Economy Adds 213,000 Jobs in June, Unemployment Edges Up to 4 Percent


The monthly jobs report for June, released Friday, is further evidence that this indicator has become more than just a snapshot of the health of a key part of the USA economy and the outlook for monetary policy.

Along with the 213,000 jobs added in June, the jobs numbers for April and May were also revised to include 37,000 additional new hires across those months, according to data released Friday by the Bureau of Labor Statistics.

The unemployment rate rose to 4.0 percent from an 18-year low of 3.8 percent in June as more people entered the labor force in a sign of confidence in the jobs market.

Still, the healthy job gains will likely push down unemployment the rest of the year, economists say. Nonetheless, at 6.6 million, the number of unemployed Americans could again be smaller than current job openings. The breakdown of the gains however was less rosy - centered around self- employment, part-time work and the public sector.

"The key takeaway is the big jump in labor force participation", said Kevin Hassett, President Trump's top economist.

"Overall, this "not too hot, not too cold" report supports our call for four Fed rate hikes in total this year", Gregory Daco, head of United States macroeconomics at Oxford Economics in NY, said in a note. Pay hikes haven't picked up as much as anticipated in light of the historically low jobless rate, but economists expect annual gains to reach 3 percent by the end of the year.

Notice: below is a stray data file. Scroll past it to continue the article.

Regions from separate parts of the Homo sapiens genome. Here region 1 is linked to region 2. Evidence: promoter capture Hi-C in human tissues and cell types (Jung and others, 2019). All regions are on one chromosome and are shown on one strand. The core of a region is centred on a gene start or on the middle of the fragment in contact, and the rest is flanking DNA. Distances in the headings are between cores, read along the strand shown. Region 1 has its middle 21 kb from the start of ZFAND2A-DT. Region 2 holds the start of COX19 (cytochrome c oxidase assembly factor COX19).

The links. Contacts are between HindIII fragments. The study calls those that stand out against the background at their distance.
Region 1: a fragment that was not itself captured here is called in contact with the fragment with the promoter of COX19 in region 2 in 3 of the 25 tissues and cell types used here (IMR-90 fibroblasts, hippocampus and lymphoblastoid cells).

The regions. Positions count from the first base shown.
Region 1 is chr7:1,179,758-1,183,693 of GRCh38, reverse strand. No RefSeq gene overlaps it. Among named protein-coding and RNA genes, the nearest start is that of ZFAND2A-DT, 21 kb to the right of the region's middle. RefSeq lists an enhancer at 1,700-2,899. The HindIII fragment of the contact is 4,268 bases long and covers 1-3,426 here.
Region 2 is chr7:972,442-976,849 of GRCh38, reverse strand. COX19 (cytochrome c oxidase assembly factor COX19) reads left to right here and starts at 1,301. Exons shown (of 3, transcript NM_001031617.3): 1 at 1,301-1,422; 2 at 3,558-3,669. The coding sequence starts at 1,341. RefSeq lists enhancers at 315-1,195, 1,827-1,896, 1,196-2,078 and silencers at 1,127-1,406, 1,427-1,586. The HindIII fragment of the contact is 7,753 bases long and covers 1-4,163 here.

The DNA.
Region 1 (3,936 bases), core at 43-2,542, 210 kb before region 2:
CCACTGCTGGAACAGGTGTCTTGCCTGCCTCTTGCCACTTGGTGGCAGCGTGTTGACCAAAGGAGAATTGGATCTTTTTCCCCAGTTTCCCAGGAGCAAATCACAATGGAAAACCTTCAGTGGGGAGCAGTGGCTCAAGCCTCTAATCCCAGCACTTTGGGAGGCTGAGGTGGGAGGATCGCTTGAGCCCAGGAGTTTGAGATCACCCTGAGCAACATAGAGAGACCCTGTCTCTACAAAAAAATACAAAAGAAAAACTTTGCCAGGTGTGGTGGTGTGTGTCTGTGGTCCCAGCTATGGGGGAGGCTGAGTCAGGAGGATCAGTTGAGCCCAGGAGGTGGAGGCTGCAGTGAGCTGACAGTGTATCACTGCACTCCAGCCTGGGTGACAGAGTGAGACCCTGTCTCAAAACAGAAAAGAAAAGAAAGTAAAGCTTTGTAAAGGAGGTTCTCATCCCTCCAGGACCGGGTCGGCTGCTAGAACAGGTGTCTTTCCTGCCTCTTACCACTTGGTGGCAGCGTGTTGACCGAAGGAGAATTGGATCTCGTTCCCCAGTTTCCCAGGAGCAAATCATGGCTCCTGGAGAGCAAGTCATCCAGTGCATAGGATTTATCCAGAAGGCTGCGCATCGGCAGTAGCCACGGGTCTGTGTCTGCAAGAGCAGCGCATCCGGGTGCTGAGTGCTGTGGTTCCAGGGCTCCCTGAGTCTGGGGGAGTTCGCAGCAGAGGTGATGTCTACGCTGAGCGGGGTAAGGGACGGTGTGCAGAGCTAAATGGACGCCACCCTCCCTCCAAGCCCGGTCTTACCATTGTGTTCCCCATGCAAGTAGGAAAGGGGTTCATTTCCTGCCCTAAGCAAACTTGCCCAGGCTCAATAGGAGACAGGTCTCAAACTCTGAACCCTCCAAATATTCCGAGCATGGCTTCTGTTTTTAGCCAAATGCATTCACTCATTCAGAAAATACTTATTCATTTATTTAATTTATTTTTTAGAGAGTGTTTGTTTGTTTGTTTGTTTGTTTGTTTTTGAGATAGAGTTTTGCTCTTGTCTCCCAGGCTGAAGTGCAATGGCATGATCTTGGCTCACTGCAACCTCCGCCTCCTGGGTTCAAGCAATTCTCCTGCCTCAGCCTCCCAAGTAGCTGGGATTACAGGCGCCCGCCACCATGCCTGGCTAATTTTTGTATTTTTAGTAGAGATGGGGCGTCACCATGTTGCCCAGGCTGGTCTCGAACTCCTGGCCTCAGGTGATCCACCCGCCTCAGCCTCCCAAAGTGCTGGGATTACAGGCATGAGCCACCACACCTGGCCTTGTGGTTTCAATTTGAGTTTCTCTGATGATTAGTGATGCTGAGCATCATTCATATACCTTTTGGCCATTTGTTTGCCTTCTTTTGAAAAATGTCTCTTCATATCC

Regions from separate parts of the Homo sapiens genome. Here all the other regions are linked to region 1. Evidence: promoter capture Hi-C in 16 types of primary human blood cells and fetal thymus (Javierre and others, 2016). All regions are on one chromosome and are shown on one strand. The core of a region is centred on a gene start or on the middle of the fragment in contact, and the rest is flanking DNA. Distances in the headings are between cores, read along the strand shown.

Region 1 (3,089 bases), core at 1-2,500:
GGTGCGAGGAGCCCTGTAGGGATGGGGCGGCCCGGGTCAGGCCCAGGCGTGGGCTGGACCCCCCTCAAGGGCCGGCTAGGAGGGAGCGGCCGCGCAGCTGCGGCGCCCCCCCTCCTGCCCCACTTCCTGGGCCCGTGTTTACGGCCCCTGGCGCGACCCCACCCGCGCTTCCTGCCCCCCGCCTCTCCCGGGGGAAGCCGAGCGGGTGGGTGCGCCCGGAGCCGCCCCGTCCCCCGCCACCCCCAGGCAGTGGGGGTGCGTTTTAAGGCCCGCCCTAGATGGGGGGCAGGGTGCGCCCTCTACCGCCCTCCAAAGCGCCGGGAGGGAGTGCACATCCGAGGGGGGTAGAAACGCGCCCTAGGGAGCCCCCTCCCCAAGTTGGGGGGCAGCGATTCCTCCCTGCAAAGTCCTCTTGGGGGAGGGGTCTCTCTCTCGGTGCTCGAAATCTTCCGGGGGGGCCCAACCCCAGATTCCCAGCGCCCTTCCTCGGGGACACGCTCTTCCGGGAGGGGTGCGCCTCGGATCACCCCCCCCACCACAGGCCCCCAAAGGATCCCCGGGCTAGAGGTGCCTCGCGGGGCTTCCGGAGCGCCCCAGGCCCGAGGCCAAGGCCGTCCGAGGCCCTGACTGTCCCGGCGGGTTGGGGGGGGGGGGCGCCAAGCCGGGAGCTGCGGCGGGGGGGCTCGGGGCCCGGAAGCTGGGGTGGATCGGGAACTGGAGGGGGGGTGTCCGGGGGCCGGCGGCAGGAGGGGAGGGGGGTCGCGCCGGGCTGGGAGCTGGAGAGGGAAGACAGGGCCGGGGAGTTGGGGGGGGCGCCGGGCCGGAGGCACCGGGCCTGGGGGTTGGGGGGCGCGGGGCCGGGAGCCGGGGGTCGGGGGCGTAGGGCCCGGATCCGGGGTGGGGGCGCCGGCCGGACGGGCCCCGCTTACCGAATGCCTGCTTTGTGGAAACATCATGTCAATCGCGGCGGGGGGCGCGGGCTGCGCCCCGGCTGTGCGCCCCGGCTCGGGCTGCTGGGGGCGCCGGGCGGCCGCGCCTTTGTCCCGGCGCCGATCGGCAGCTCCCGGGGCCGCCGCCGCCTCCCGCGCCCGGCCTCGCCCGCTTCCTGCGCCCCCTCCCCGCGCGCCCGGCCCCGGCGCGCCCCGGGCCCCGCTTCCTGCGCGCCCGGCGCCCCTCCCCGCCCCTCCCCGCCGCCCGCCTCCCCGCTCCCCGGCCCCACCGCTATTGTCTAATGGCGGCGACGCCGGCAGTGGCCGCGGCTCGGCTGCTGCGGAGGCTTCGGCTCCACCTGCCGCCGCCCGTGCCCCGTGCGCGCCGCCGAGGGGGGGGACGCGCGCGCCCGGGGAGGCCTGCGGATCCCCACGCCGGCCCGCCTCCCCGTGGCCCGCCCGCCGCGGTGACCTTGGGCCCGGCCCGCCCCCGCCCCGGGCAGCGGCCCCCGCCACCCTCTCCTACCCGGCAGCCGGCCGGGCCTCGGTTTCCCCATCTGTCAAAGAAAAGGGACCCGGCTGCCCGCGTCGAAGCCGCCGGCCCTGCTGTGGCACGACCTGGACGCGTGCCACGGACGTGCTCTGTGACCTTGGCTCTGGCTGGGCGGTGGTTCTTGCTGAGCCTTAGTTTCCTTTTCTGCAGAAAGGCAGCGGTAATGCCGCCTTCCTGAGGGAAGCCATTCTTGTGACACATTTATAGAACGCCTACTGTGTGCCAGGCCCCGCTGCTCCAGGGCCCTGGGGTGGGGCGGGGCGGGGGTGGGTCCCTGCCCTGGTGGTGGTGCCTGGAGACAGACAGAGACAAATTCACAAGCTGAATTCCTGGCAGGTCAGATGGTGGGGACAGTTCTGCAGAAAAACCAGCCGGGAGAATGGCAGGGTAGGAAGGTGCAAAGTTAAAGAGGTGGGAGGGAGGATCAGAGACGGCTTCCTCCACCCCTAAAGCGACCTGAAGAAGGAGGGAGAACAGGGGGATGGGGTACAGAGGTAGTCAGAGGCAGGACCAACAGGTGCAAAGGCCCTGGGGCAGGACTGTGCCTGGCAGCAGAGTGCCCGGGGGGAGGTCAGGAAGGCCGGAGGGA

Among industrial sub-sectors, the three standouts for jobs improvement in June were: "education and health services", +54,000; "professional and business services", +50,000; and in a long-time-coming and pleasantly-welcome development, "manufacturing", +36,000.

"As the labor market tightens we should see more businesses raisings wages, offering training, and hiring workers from all corners of the labor market", she added.

Wage growth slowed in June. But the rate rose for an encouraging reason: More people felt it was a good time to begin looking for a job, though not all of them immediately found one.

Faster wage growth would also indicate that inflation is building in the economy, which hasn't been the case even though unemployment is this low.

Department of Labor Secretary Alex Acosta said, "It rose because more people are choosing to re-enter the labor force, to come back". "While initial jobless claims rebounded during the payroll month-averaging 224k vs. 214k in May-they remain at very low levels, and continuing claims have continued to decline". So, taking this all together we have a USA economy growing at around 4% in the current quarter, that has an incredibly tight labour market with headline consumer price inflation potentially rising to 3% next week. Before joining The Washington Post, she was a senior economics reporter at CNN and a columnist and deputy editor at the Patriot-News in Harrisburg, Pa.